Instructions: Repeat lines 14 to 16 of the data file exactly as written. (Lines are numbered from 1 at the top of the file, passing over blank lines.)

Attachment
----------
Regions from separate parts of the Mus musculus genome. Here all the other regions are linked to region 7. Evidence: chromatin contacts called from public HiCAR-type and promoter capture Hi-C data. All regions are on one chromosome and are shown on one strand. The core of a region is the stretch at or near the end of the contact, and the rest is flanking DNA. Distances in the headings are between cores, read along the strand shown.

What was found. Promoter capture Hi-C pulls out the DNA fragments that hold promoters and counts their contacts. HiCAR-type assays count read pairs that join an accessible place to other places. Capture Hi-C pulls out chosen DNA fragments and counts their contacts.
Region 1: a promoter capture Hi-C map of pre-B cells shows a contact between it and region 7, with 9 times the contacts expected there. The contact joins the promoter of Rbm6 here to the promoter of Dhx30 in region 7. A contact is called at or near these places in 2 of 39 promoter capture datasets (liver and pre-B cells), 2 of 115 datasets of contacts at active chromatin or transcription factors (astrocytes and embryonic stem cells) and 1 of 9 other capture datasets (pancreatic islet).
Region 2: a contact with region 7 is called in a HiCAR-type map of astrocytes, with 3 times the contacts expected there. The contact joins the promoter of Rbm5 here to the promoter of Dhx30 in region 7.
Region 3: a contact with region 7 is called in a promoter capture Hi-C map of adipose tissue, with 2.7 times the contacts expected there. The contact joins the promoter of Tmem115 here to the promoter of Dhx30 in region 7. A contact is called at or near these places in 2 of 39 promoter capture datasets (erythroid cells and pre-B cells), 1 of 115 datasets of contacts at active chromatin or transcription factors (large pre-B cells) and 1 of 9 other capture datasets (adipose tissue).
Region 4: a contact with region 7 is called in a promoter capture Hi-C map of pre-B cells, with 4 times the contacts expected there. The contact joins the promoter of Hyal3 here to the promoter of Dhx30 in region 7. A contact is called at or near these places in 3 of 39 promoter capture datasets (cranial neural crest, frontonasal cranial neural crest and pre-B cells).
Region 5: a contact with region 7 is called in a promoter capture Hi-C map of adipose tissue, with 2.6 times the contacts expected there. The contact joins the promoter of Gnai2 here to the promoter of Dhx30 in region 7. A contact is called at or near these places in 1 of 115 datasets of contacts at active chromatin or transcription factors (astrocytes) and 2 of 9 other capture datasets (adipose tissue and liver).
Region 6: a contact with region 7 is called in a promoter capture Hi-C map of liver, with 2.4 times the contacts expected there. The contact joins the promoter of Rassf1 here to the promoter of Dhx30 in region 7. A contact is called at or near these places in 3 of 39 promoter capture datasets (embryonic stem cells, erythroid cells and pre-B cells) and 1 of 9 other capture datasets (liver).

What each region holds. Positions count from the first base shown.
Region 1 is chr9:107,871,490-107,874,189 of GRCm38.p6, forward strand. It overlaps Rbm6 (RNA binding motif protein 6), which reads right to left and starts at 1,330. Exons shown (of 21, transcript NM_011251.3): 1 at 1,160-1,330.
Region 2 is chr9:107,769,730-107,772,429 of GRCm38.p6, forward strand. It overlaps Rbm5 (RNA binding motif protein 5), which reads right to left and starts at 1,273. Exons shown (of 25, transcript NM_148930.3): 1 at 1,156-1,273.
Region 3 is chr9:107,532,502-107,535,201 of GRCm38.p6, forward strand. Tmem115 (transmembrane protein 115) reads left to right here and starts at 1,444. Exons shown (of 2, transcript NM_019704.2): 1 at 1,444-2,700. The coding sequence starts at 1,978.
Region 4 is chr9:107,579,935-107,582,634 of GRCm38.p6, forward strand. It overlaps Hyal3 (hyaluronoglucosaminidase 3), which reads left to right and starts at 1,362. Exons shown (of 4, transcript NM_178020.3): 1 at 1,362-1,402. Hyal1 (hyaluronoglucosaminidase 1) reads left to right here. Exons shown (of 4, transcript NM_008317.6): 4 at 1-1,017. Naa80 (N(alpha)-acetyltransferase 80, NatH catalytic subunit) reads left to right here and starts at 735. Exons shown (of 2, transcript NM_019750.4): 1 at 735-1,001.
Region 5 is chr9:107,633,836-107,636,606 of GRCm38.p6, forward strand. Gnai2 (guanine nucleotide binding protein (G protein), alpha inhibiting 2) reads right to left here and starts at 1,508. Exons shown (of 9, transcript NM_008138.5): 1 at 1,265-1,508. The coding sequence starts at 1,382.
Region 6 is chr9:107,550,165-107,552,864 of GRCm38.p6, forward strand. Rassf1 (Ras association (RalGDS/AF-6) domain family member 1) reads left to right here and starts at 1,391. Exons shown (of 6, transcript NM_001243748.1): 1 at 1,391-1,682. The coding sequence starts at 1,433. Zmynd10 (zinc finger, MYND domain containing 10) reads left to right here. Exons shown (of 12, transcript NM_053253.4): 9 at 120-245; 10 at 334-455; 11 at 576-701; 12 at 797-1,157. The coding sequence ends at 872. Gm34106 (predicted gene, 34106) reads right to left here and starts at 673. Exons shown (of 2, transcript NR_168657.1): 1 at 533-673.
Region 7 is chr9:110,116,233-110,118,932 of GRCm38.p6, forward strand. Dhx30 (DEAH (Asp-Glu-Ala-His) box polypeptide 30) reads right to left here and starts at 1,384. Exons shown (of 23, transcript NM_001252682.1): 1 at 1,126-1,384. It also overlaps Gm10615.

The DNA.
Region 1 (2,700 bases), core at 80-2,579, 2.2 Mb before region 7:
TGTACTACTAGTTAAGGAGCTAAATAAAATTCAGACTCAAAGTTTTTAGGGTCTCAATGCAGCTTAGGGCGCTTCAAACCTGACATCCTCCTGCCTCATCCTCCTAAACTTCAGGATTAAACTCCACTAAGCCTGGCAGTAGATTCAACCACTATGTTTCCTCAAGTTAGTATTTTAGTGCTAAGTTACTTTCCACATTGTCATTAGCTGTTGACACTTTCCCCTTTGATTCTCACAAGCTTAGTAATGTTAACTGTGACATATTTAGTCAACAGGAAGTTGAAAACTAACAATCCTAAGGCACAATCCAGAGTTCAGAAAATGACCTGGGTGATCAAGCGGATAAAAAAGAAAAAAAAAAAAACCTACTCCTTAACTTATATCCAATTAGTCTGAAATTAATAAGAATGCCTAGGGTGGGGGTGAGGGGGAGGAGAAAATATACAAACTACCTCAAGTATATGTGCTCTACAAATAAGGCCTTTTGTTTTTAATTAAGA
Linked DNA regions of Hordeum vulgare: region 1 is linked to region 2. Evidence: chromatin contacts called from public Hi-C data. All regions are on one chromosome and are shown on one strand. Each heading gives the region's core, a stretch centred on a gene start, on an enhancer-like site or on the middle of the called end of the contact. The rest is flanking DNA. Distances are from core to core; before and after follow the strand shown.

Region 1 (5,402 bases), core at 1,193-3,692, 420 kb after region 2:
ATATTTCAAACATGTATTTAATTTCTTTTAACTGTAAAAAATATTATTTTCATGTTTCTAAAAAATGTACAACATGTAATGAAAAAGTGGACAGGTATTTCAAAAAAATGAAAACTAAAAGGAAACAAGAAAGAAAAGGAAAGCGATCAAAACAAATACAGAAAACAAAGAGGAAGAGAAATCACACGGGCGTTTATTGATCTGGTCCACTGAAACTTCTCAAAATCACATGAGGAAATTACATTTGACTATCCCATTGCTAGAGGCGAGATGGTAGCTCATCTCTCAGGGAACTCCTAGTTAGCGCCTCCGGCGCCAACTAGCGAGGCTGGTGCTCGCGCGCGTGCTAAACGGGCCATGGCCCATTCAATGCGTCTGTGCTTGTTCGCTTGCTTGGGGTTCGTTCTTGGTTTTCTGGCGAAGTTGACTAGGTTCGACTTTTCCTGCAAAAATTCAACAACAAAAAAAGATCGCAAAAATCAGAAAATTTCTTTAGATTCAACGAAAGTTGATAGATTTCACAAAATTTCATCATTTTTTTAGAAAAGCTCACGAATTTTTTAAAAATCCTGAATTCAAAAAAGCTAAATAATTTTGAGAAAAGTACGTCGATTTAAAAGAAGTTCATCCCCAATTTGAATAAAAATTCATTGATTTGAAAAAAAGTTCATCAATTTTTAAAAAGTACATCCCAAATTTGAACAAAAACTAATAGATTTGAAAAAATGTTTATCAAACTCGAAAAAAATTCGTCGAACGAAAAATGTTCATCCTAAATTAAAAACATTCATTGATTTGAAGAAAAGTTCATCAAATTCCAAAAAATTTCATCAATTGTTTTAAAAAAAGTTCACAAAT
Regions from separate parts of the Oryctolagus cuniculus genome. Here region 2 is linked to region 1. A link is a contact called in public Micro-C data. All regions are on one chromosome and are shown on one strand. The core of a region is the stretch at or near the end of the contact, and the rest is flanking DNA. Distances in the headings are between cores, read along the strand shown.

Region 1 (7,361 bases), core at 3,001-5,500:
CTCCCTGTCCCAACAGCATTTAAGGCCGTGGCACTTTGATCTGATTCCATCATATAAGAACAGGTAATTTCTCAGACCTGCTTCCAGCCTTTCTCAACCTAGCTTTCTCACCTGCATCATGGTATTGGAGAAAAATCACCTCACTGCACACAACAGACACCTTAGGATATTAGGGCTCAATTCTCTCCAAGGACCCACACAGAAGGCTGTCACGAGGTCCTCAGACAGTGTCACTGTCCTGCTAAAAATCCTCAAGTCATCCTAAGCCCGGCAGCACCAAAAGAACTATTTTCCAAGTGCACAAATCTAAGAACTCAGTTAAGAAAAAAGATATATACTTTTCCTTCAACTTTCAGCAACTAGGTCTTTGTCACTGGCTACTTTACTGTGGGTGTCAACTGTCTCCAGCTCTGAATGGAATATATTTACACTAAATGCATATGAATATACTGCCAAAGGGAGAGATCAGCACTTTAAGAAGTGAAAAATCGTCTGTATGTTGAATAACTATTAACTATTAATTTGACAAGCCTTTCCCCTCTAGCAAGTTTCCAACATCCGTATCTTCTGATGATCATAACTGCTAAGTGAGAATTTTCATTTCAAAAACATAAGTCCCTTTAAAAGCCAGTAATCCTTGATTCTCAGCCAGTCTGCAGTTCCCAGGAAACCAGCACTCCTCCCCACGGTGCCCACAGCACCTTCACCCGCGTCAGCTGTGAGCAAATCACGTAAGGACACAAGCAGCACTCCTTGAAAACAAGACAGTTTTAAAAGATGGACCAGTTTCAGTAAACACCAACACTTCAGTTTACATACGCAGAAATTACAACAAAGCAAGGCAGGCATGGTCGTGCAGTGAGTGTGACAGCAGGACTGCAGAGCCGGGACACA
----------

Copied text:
Region 5 is chr9:107,633,836-107,636,606 of GRCm38.p6, forward strand. Gnai2 (guanine nucleotide binding protein (G protein), alpha inhibiting 2) reads right to left here and starts at 1,508. Exons shown (of 9, transcript NM_008138.5): 1 at 1,265-1,508. The coding sequence starts at 1,382.
Region 6 is chr9:107,550,165-107,552,864 of GRCm38.p6, forward strand. Rassf1 (Ras association (RalGDS/AF-6) domain family member 1) reads left to right here and starts at 1,391. Exons shown (of 6, transcript NM_001243748.1): 1 at 1,391-1,682. The coding sequence starts at 1,433. Zmynd10 (zinc finger, MYND domain containing 10) reads left to right here. Exons shown (of 12, transcript NM_053253.4): 9 at 120-245; 10 at 334-455; 11 at 576-701; 12 at 797-1,157. The coding sequence ends at 872. Gm34106 (predicted gene, 34106) reads right to left here and starts at 673. Exons shown (of 2, transcript NR_168657.1): 1 at 533-673.
Region 7 is chr9:110,116,233-110,118,932 of GRCm38.p6, forward strand. Dhx30 (DEAH (Asp-Glu-Ala-His) box polypeptide 30) reads right to left here and starts at 1,384. Exons shown (of 23, transcript NM_001252682.1): 1 at 1,126-1,384. It also overlaps Gm10615.